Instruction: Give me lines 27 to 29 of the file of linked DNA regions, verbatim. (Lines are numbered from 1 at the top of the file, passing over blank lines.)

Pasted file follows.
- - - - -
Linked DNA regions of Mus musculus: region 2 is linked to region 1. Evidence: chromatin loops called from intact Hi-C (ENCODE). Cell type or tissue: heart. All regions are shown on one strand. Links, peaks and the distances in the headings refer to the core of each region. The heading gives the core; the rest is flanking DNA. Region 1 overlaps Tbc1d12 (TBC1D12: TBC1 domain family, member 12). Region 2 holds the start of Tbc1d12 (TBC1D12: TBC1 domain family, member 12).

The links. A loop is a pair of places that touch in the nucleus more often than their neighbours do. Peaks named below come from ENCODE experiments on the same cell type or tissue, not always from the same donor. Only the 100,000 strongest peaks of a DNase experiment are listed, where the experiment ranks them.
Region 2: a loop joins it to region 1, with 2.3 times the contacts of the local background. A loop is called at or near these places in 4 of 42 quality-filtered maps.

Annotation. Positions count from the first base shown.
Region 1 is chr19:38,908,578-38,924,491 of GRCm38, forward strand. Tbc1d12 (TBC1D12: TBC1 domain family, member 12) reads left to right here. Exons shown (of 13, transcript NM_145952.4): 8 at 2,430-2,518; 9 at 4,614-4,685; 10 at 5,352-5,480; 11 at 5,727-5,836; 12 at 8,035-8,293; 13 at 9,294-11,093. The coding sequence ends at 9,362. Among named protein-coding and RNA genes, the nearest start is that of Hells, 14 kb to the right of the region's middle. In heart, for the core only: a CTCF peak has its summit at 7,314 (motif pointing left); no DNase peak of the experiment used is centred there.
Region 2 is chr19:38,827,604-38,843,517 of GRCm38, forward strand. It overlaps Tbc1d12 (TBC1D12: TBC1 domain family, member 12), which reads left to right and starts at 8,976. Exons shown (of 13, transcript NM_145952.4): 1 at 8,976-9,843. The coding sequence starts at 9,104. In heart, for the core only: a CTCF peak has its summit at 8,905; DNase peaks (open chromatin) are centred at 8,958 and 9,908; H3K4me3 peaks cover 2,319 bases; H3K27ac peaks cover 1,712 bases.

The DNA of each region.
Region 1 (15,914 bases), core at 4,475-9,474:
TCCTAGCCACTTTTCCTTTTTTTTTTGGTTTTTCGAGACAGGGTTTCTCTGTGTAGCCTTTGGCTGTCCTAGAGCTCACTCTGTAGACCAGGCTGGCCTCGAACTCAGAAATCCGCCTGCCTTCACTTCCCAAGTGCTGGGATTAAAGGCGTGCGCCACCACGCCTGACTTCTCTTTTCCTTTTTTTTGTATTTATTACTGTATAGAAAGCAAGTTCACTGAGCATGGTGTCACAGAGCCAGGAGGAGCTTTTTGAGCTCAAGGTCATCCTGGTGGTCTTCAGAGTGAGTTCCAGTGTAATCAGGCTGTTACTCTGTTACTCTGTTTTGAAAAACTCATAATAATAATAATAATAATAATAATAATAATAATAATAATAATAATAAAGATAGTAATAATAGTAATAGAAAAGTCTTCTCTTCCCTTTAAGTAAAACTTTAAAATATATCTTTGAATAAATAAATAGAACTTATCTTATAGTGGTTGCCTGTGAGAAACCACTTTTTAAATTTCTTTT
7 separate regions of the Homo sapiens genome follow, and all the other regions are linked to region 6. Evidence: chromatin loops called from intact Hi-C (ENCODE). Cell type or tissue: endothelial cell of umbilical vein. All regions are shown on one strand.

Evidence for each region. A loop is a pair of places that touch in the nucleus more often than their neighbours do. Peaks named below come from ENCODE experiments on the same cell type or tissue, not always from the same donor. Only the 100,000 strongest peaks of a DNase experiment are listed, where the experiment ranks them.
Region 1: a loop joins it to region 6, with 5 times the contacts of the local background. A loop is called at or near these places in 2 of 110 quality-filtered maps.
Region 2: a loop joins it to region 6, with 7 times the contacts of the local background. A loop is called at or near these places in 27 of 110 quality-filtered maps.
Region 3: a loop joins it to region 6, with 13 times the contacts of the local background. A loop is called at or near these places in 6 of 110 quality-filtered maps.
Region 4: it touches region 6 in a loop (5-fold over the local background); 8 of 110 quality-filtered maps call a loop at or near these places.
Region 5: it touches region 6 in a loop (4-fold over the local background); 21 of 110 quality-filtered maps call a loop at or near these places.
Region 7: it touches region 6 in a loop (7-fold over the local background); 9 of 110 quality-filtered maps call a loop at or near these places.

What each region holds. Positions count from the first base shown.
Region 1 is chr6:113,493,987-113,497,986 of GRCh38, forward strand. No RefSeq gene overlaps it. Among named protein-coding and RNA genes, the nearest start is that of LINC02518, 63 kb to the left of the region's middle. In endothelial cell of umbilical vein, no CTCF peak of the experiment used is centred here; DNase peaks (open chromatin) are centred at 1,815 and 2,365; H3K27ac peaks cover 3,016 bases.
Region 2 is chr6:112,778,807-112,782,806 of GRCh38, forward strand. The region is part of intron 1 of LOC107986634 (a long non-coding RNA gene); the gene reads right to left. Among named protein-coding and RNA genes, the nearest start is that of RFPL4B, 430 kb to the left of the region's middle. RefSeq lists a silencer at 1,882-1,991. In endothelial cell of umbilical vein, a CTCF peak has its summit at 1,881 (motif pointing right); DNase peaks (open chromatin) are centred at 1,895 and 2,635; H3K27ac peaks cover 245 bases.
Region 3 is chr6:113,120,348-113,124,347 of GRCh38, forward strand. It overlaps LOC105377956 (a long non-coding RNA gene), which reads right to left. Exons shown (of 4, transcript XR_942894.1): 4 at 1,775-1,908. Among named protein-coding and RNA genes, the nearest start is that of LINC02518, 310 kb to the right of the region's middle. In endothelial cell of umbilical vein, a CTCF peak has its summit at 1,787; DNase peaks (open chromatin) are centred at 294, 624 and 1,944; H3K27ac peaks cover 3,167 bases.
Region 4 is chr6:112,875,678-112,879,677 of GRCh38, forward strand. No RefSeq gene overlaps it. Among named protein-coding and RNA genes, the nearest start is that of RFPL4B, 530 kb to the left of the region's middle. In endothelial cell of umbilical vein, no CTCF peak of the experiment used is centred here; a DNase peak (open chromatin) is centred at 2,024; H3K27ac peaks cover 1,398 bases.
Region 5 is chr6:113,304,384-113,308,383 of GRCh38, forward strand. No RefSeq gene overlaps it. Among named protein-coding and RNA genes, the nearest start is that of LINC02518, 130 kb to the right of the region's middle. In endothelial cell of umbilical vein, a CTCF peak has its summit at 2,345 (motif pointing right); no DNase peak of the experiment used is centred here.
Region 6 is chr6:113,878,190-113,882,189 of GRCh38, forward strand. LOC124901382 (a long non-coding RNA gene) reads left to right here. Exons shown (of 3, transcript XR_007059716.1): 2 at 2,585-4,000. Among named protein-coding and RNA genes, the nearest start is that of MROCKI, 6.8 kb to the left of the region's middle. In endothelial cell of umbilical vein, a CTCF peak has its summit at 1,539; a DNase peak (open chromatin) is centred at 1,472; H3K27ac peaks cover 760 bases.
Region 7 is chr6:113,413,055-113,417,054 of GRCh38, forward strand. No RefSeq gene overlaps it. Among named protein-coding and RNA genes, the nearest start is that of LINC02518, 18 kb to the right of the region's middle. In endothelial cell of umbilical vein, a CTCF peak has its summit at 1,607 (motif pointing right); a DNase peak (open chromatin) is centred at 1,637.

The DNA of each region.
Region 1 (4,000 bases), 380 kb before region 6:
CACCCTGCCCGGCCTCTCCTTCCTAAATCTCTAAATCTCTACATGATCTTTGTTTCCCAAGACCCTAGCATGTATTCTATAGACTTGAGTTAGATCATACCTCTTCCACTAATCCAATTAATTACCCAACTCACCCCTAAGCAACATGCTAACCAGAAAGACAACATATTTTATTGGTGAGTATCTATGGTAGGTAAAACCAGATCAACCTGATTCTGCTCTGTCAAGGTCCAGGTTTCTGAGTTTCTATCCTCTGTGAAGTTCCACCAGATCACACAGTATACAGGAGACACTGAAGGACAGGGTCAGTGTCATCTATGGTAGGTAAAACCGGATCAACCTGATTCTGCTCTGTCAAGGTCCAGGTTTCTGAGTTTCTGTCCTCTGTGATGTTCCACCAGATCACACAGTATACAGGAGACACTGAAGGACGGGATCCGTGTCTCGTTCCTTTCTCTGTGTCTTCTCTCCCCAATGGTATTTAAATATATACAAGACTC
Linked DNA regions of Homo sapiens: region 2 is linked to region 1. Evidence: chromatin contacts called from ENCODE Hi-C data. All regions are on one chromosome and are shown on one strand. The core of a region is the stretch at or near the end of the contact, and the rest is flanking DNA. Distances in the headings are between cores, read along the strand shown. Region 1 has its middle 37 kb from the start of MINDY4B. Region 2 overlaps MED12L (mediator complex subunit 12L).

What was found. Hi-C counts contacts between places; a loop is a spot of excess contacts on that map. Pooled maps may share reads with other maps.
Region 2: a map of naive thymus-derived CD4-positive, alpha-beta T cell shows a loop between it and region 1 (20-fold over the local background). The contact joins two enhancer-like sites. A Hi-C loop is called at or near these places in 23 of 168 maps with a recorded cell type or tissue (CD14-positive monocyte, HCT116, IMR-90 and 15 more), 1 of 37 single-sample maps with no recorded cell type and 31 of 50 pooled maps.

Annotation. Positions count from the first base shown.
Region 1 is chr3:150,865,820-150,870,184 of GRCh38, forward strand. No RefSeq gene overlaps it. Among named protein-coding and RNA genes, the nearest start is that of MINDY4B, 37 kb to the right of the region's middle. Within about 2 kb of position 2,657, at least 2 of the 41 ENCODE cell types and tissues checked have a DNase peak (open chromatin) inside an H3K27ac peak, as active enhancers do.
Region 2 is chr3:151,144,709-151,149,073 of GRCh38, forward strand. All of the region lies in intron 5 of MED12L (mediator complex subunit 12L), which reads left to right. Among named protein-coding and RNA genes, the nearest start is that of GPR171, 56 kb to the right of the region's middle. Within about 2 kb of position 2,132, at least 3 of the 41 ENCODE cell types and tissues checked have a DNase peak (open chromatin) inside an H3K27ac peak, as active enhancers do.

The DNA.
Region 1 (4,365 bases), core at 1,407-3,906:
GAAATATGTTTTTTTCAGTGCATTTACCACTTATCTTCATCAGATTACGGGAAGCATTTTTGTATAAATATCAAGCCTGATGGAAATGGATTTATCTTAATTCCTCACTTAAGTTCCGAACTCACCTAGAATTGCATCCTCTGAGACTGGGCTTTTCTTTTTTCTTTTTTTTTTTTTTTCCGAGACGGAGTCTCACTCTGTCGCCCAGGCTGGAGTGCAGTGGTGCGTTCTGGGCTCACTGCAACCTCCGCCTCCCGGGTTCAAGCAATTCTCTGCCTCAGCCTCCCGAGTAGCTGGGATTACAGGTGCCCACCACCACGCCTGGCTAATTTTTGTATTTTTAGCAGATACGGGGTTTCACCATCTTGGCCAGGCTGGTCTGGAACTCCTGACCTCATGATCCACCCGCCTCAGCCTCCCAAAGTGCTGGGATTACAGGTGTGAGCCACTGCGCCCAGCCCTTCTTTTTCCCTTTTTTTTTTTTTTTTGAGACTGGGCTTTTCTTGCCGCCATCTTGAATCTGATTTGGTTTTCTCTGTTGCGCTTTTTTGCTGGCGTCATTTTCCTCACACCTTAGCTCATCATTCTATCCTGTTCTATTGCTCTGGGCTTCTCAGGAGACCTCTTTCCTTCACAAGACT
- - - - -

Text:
Region 1 (4,000 bases), 380 kb before region 6:
CACCCTGCCCGGCCTCTCCTTCCTAAATCTCTAAATCTCTACATGATCTTTGTTTCCCAAGACCCTAGCATGTATTCTATAGACTTGAGTTAGATCATACCTCTTCCACTAATCCAATTAATTACCCAACTCACCCCTAAGCAACATGCTAACCAGAAAGACAACATATTTTATTGGTGAGTATCTATGGTAGGTAAAACCAGATCAACCTGATTCTGCTCTGTCAAGGTCCAGGTTTCTGAGTTTCTATCCTCTGTGAAGTTCCACCAGATCACACAGTATACAGGAGACACTGAAGGACAGGGTCAGTGTCATCTATGGTAGGTAAAACCGGATCAACCTGATTCTGCTCTGTCAAGGTCCAGGTTTCTGAGTTTCTGTCCTCTGTGATGTTCCACCAGATCACACAGTATACAGGAGACACTGAAGGACGGGATCCGTGTCTCGTTCCTTTCTCTGTGTCTTCTCTCCCCAATGGTATTTAAATATATACAAGACTC
Linked DNA regions of Homo sapiens: region 2 is linked to region 1. Evidence: chromatin contacts called from ENCODE Hi-C data. All regions are on one chromosome and are shown on one strand. The core of a region is the stretch at or near the end of the contact, and the rest is flanking DNA. Distances in the headings are between cores, read along the strand shown. Region 1 has its middle 37 kb from the start of MINDY4B. Region 2 overlaps MED12L (mediator complex subunit 12L).